List-making

I am an inveterate list-maker. There are times that I have scraps and notes floating around the house. This can be disorienting and annoying. A daily list consolidates the people I need to call, the business I need to tend, the gift I need to pack and mail, the cards I have to purchase, the storage locker I need to visit, the art I am currently working on, the classes I’m enrolled in and the groceries I need to buy. There’s always more. A daily list helps me to navigate through the day. A compelling guide that, if I follow it, I’m assured that by the end of the day, I’ll feel accomplished!
Ta dum!

Last week, I took an hour to create a list, a consolidation of other lists and notes that had been piling up on the kitchen counter. It wasn’t only for groceries, but other reminders, desires and necessities–like setting a date with the mechanic to add Freon to the car before the weather gets too hot. The list was designed with noted priorities and was quite detailed–a mini work-of-art in and of itself. My first stop that day was Grocery Outlet in a neighboring town. I drove the ten miles. It was a blustery, wet and cold spring day reminding me that winter wasn’t finished with us yet. I parked the car, wrapped my wool jacket tightly around me as I stepped from the car. My trusty list was in my left hand. As I shut the car door, a very strong and mischievous wind kicked up and snatched the list from me! I watched with my mouth slightly open as the wind carried that brilliant list across the wide street, through another very large parking lot, up and down, over and around. Like a kite in the wind, it flailed, never landing as my neck craned to follow it. The rain and the wind combined would make that list a soggy piece of paper with smeared ink before very long. I thought of getting in the car, driving across the wide street into the neighboring parking lot which is also a truck stop. However, I lost track of where the list was off to–parts unknown.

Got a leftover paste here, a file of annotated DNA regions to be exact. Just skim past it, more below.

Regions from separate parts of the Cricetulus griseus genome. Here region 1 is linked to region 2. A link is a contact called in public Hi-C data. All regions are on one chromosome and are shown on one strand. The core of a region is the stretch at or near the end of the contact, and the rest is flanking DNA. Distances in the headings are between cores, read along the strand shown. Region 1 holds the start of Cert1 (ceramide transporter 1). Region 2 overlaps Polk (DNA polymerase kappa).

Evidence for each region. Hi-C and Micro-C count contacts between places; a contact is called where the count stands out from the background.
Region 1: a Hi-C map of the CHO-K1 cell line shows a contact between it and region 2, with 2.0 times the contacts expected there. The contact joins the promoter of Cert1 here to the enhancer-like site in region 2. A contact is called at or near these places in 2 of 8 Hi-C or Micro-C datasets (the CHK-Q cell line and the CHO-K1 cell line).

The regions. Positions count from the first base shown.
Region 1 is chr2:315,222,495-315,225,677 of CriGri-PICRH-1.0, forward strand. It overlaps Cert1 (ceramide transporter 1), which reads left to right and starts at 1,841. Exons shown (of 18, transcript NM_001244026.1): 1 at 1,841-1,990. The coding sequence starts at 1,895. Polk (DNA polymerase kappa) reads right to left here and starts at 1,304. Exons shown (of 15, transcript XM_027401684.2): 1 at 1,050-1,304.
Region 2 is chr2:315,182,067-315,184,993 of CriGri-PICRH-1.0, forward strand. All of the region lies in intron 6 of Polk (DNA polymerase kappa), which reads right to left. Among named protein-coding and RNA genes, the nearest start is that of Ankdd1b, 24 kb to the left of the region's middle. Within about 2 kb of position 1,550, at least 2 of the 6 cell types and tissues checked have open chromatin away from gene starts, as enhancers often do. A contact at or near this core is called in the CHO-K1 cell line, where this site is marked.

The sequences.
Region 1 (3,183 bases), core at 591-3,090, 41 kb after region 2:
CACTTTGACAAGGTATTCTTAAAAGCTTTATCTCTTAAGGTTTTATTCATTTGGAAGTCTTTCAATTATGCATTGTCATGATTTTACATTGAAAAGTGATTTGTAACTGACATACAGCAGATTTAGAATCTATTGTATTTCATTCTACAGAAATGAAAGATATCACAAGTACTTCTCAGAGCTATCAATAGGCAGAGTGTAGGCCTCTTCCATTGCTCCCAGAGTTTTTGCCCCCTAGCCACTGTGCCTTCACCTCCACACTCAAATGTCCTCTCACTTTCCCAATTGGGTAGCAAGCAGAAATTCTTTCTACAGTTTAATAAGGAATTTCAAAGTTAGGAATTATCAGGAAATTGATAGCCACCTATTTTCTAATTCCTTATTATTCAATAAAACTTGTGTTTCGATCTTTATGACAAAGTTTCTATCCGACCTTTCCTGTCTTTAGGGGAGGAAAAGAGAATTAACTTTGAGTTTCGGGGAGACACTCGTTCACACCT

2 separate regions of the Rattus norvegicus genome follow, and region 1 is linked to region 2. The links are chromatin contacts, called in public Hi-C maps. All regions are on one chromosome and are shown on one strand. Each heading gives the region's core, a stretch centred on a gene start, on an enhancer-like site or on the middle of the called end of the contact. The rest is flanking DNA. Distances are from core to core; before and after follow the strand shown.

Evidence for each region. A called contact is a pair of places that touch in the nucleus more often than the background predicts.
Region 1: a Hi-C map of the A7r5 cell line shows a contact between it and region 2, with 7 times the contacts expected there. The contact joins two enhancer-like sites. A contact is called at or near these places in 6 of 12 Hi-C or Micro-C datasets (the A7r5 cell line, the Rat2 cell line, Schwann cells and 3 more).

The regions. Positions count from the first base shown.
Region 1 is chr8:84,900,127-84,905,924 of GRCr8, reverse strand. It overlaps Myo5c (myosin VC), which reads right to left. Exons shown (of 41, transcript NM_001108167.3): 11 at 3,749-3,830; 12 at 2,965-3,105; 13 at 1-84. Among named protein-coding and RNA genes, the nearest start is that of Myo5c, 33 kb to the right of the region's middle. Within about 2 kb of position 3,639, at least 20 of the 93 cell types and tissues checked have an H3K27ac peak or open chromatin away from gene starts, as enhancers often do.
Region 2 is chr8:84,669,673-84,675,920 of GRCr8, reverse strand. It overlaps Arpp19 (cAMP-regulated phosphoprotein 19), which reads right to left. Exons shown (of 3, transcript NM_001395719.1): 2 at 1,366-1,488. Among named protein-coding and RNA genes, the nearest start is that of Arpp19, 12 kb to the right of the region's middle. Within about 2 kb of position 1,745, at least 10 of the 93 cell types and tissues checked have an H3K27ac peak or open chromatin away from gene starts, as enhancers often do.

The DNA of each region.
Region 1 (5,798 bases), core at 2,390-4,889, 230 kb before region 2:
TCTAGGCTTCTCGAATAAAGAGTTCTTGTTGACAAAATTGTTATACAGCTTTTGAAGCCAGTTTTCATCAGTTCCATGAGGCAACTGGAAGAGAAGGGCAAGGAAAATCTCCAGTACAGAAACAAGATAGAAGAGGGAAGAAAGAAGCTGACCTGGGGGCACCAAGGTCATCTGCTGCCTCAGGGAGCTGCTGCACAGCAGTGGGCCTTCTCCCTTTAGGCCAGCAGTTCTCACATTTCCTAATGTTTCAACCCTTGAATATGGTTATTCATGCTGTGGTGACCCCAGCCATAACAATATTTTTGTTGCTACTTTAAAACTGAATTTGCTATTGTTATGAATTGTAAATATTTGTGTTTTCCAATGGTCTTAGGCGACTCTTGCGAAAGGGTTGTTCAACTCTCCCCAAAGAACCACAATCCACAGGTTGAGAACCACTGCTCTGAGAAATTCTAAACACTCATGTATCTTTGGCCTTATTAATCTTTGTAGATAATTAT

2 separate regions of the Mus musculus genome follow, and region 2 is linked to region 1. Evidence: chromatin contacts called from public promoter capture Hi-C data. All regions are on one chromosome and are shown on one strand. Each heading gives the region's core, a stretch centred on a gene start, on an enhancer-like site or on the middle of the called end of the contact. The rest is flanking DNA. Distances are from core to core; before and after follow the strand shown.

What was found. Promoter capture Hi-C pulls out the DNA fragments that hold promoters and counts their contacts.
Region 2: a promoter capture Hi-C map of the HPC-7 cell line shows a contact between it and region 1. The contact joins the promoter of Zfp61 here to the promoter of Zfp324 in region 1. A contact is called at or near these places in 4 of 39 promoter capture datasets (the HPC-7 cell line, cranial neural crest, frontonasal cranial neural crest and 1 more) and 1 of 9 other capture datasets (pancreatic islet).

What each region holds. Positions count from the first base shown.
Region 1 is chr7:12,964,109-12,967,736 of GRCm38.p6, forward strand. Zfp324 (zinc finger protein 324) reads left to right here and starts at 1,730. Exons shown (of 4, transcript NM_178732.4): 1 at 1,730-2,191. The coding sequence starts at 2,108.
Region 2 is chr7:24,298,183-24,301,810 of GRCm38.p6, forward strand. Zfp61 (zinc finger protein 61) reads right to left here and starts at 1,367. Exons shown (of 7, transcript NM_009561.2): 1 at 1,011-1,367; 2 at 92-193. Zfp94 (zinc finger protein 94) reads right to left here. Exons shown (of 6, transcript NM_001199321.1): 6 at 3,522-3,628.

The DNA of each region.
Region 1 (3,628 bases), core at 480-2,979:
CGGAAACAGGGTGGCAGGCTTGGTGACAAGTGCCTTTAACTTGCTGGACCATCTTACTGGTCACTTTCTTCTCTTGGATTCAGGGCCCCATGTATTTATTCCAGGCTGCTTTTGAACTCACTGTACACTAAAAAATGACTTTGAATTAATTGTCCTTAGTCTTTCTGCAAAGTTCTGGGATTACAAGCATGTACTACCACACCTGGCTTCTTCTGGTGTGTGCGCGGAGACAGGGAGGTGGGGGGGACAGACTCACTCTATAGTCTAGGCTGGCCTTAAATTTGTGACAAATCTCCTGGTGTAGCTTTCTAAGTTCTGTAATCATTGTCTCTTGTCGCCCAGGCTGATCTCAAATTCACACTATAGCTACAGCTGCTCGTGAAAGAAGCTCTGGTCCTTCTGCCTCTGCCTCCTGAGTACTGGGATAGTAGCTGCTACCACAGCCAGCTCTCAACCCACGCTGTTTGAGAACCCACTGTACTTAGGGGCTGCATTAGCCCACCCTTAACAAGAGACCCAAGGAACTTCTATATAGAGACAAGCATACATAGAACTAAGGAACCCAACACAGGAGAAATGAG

I felt helpless and like I’d been played with by a conspiring universe. Ha, you thought you had a day mapped out. You thought you had a strategy…a way to approach your shopping and what it was you were going to do next. And now, in a gust of wind, it’s lost. The perfect plan. The perfect unfolding. The accomplishment. The pat on the back at the end of the day for following your list like a religion, unerring. There I was, in the wet and cold and staring into the hinterlands–my list gone, as if it were a recently lost lover. I went into the grocery store and tried to remember what was on the list as best as I could. I mourned the loss of my perfect list as I went up and down the aisles.

Somehow, I got through the day and I remembered, how the best laid plans can go awry. I was also reminded that I do have my own inner north star and what needs to get done asserts itself regardless of a written list. I continue to make a list, but I don’t need be so rigid about following it to the letter.

Within any list, there are prayers woven in for myself, my family, my friends, neighbors and community. And for the world which has a very roundabout way of showing that PEACE is a priority. Is there a list that can take us there? I wonder.

Then There Are Hooks…

In writing, how is a hook different than a portal?  Or is it different.

If a portal is an opening, an entrance, isn’t a hook also that?  Not exactly.

A hook is that particular line written with the purpose of snagging a reader…to convince the reader that they want to read further.  When a book cover is designed, it is designed with this in mind–to invite the reader to open the book and read more; and then to buy the book.  Preferably, the writer places the hook in the opening paragraph, typically it’s the opening line.  That’s a big responsibility for one line!

How do you browse when you’re looking to buy a book?  You want something new to read.  You choose the genre–fiction or nonfiction–that whittles it down.  Let’s say you choose fiction.  Of course, within fiction there are many categories.  If you choose sci fi fantasy, you’ve narrowed your choice further.  Then you might choose a favorite author in this field.  Or you might randomly pick up books, read the cover (has it won any awards), you might read the endorsements or testimonials on the first few pages.

Or, you might open to the middle of the book, randomly reading whatever is on page 103…  Then again, you might read the first sentence of the first paragraph that begins the story.

What hooks you when you are looking for a book?  Those same things are hooks for others.

Let’s play…

A fun thing to do with fellow writers (or solo) is to write sentences that could act as hooks…

Here are a few of mine:

  1.  The money had run out.
  2.  Her voice became white sound to him.
  3. His hands clenched the picket sign, “Stop experimentation on animals.”
  4. Staring at her, he overflowed his coffee cup.
  5. He came out of the restroom, gave a nod and fell to his knees.
  6. The snow report warned of avalanche danger.

****
Any one of these could be a hook for a reader.  And, it is also a portal for the writer to begin to tell more of the story.